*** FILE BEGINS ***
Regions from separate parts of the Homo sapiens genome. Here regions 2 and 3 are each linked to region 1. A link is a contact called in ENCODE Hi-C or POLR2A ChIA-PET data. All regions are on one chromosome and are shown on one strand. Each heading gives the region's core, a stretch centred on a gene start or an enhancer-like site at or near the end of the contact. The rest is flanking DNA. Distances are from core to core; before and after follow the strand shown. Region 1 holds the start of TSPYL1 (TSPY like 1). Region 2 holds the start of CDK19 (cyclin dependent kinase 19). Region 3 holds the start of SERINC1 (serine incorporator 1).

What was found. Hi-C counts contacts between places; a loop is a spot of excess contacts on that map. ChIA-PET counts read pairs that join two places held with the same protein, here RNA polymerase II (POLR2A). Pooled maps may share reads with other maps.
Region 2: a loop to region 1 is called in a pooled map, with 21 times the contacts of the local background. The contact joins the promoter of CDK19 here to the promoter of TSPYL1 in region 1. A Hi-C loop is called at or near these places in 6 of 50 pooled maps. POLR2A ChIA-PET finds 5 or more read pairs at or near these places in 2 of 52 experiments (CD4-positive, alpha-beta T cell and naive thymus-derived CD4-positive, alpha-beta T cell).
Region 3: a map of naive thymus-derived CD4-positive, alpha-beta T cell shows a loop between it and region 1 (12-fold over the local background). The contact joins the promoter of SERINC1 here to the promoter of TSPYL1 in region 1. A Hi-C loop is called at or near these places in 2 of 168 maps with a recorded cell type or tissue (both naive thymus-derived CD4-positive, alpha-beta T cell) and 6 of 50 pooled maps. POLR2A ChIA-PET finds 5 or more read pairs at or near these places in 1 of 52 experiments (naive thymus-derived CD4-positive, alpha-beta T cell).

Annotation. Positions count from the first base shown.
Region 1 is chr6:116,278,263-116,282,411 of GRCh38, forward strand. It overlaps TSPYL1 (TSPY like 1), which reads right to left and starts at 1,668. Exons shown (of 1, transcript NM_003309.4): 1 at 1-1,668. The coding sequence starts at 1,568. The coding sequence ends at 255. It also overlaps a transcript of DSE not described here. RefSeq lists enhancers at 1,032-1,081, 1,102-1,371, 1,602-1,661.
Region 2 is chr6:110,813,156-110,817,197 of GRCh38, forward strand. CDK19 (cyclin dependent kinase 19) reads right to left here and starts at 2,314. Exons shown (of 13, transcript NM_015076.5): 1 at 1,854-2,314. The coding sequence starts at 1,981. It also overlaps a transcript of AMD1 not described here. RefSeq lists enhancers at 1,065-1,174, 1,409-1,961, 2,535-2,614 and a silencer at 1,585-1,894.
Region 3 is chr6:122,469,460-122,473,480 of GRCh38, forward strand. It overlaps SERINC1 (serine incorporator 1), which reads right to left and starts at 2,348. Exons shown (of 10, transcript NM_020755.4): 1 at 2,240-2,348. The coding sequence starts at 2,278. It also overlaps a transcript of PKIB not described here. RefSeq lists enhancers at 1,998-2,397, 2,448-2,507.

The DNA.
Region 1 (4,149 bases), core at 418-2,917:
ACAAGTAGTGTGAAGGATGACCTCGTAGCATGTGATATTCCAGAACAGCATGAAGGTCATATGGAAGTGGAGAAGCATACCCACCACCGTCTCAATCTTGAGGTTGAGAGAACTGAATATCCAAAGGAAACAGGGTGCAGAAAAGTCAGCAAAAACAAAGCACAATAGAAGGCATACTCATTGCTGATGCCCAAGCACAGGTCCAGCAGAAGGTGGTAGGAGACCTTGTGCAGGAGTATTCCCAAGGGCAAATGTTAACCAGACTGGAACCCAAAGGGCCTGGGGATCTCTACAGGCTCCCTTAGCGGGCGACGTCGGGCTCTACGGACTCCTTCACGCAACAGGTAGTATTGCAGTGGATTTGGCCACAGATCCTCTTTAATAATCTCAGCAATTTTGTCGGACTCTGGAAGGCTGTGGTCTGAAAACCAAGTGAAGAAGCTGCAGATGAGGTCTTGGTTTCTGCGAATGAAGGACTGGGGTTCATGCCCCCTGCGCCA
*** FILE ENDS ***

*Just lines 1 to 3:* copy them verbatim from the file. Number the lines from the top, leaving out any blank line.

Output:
Regions from separate parts of the Homo sapiens genome. Here regions 2 and 3 are each linked to region 1. A link is a contact called in ENCODE Hi-C or POLR2A ChIA-PET data. All regions are on one chromosome and are shown on one strand. Each heading gives the region's core, a stretch centred on a gene start or an enhancer-like site at or near the end of the contact. The rest is flanking DNA. Distances are from core to core; before and after follow the strand shown. Region 1 holds the start of TSPYL1 (TSPY like 1). Region 2 holds the start of CDK19 (cyclin dependent kinase 19). Region 3 holds the start of SERINC1 (serine incorporator 1).

What was found. Hi-C counts contacts between places; a loop is a spot of excess contacts on that map. ChIA-PET counts read pairs that join two places held with the same protein, here RNA polymerase II (POLR2A). Pooled maps may share reads with other maps.
Region 2: a loop to region 1 is called in a pooled map, with 21 times the contacts of the local background. The contact joins the promoter of CDK19 here to the promoter of TSPYL1 in region 1. A Hi-C loop is called at or near these places in 6 of 50 pooled maps. POLR2A ChIA-PET finds 5 or more read pairs at or near these places in 2 of 52 experiments (CD4-positive, alpha-beta T cell and naive thymus-derived CD4-positive, alpha-beta T cell).